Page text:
However haphazard the recording sessions for Faithless Street may have been, Whiskeytown was quickly earning a reputation for their utterly volatile nature as a live band. Some nights were transcendent, some were disasters; some were a little bit of both, scattered amidst the mayhem and destruction.
All of which made for legendary entertainment, but also hinted at deeper problems within the band. Even as Whiskeytown’s star was beginning to rise nationally and major labels were expressing interest, the increasing pressures and personal conflicts were starting to widen rifts within the band.
Pedal steel player Nicholas Petti, who had been performing live with the band for a few months after Bob Rickers had laid down the pedal steel tracks in the studio on Faithless Street, was dismissed in June of ’96. Things began to fall apart more dramatically about three months later, when bass player Steve Grothman quit the band for what Adams says basically boiled down to a typical “artistic differences” situation. A bigger blow came when Gilmore followed Grothman’s lead: “Skillet came in and quit that same day, two minutes later,” Adams said. “About three weeks later, he asked to rejoin, and I declined him the opportunity, because I believe that, if you quit, you’re gone, you don’t come back.”
Given that the band’s origins could be traced back to Gilmore and Adams hanging out together at Sadlack’s, the loss of Gilmore was a particularly trying turn of events. “It hurt pretty bad,” Adams admits. “It compromised a lot of the integrity of the band, and it compromised my stability in being able to do the band. I was pretty damaged because of that.” (The personal wounds have since healed a good deal, enough so that Gilmore served as the band’s road manager on a nationwide tour this spring and even sat in with them on a couple of occasions.)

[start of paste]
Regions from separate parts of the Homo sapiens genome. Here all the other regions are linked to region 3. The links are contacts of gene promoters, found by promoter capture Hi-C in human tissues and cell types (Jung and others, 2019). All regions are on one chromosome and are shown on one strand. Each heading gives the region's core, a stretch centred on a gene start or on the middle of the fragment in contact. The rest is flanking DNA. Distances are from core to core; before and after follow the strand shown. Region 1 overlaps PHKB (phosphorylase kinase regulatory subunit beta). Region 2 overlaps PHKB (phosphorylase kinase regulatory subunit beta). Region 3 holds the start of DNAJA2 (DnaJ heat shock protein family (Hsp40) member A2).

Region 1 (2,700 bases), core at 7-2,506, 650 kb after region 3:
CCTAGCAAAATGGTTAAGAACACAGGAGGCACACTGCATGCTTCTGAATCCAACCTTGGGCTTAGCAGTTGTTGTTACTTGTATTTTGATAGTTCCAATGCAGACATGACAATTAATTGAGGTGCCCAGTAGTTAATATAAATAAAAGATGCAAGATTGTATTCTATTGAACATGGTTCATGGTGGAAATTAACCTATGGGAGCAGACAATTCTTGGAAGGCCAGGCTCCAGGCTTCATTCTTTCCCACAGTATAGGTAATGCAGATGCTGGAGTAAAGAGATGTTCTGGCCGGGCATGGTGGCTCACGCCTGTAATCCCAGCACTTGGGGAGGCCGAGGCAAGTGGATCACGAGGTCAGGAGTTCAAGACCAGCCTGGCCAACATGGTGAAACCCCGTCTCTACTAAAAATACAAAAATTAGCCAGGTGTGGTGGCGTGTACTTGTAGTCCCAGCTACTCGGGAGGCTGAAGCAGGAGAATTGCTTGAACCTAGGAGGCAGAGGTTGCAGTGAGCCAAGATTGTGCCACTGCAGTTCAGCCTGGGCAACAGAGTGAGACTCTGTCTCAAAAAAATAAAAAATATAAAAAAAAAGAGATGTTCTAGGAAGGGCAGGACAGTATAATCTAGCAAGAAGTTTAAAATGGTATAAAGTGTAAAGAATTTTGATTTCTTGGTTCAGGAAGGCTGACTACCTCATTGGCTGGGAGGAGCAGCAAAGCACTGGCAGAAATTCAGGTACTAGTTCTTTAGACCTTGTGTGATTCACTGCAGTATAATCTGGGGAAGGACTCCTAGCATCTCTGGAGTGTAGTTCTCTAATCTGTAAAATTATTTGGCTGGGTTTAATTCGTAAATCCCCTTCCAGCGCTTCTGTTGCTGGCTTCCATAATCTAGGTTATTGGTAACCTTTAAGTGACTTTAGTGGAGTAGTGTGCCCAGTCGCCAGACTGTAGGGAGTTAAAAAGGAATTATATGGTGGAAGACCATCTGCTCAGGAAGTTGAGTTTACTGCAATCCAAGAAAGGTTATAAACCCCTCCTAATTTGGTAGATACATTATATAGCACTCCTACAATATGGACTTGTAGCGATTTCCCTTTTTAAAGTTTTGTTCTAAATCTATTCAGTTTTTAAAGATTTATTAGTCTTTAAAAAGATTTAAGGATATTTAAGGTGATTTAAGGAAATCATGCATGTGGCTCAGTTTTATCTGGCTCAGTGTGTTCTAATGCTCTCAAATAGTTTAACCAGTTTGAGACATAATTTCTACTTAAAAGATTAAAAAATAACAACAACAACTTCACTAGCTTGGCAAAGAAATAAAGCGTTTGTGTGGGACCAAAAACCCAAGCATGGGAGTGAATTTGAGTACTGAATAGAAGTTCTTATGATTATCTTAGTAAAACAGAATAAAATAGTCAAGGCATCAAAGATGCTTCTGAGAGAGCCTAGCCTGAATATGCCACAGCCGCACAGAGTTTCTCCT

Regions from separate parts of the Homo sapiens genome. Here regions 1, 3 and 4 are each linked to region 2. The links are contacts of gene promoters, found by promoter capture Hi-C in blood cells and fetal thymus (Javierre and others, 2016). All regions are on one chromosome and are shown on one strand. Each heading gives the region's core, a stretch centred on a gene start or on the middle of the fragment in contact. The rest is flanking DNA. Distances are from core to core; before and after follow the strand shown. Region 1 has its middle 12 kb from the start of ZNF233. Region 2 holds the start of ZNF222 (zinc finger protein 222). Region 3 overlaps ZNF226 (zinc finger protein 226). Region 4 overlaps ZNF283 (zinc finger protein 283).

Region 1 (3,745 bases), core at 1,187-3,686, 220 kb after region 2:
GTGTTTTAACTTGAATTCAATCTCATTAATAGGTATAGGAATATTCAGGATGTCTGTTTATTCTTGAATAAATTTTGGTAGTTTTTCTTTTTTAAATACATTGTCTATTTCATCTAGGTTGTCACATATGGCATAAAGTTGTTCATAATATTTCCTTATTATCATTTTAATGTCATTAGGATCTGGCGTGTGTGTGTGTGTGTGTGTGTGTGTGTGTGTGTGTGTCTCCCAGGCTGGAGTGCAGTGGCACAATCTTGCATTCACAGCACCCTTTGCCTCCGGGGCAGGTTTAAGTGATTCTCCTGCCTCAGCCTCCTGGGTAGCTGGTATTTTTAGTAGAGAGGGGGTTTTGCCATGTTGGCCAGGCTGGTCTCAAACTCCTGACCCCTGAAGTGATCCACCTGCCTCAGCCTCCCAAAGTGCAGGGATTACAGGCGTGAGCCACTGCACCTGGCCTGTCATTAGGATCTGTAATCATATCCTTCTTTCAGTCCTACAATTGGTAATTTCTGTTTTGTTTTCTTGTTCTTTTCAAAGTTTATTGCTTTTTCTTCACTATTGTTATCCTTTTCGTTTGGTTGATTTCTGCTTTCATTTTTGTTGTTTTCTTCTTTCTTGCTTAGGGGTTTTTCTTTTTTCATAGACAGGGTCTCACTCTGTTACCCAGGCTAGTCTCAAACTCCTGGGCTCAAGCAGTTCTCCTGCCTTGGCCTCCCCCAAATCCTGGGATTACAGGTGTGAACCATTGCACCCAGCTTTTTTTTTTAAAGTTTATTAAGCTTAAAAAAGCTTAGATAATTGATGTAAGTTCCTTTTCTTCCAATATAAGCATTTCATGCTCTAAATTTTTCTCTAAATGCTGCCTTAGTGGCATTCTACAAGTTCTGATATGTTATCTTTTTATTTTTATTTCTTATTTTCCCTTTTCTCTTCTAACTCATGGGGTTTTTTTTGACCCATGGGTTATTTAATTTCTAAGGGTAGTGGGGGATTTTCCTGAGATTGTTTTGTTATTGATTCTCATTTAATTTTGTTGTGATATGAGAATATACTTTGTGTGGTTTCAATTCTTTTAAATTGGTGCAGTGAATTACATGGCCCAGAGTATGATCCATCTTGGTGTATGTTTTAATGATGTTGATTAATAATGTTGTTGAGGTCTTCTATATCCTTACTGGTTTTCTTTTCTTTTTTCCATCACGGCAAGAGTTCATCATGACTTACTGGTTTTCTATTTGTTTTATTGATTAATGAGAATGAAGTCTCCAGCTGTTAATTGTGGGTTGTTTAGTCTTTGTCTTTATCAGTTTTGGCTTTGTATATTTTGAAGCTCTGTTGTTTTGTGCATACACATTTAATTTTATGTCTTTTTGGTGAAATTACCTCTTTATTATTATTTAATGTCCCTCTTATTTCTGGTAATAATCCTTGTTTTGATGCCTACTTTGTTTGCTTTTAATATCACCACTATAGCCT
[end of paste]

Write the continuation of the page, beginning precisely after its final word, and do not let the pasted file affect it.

“I remember me and Phil sitting on the front porch going, ‘What are we gonna do?’,” Adams continued. “I almost signed as a solo artist to A&M, I almost quit the whole thing. And then I said, No, I can’t give up the ship. I’ve worked too hard, and Whiskeytown is still a good band.”
The continued interest and support of Outpost also helped hold the group together. “Outpost just said, ‘Hey, we’ll still sign you guys, and if you need a bassist and drummer just to be in the studio, we’ll work with you,’” Wandscher recalls. “And that was just like the biggest thing. Because, you know, most people don’t even get this opportunity, and then, if something like that [the near-breakup] happens, you definitely don’t get that opportunity.”
Oddly enough, the personal conflicts that epitomized Adams and Wandscher’s relationship ultimately helped them keep Whiskeytown together just when everything seemed to be falling apart. “There was a lot of friction between me and Ryan, and there was some dramatic shit that happened at shows,” Wandscher recalls. “But ultimately, that stuff made our relationship stronger, because there was a fire there to fuel every now and then. Which is sometimes pretty good — rather than nothing ever happening, and people keeping stuff inside. That was what happened with our band breaking up. … And that was never the case between me and Ryan. We would just blow up upon each other, but it was good to get all that out in the air right then and there.”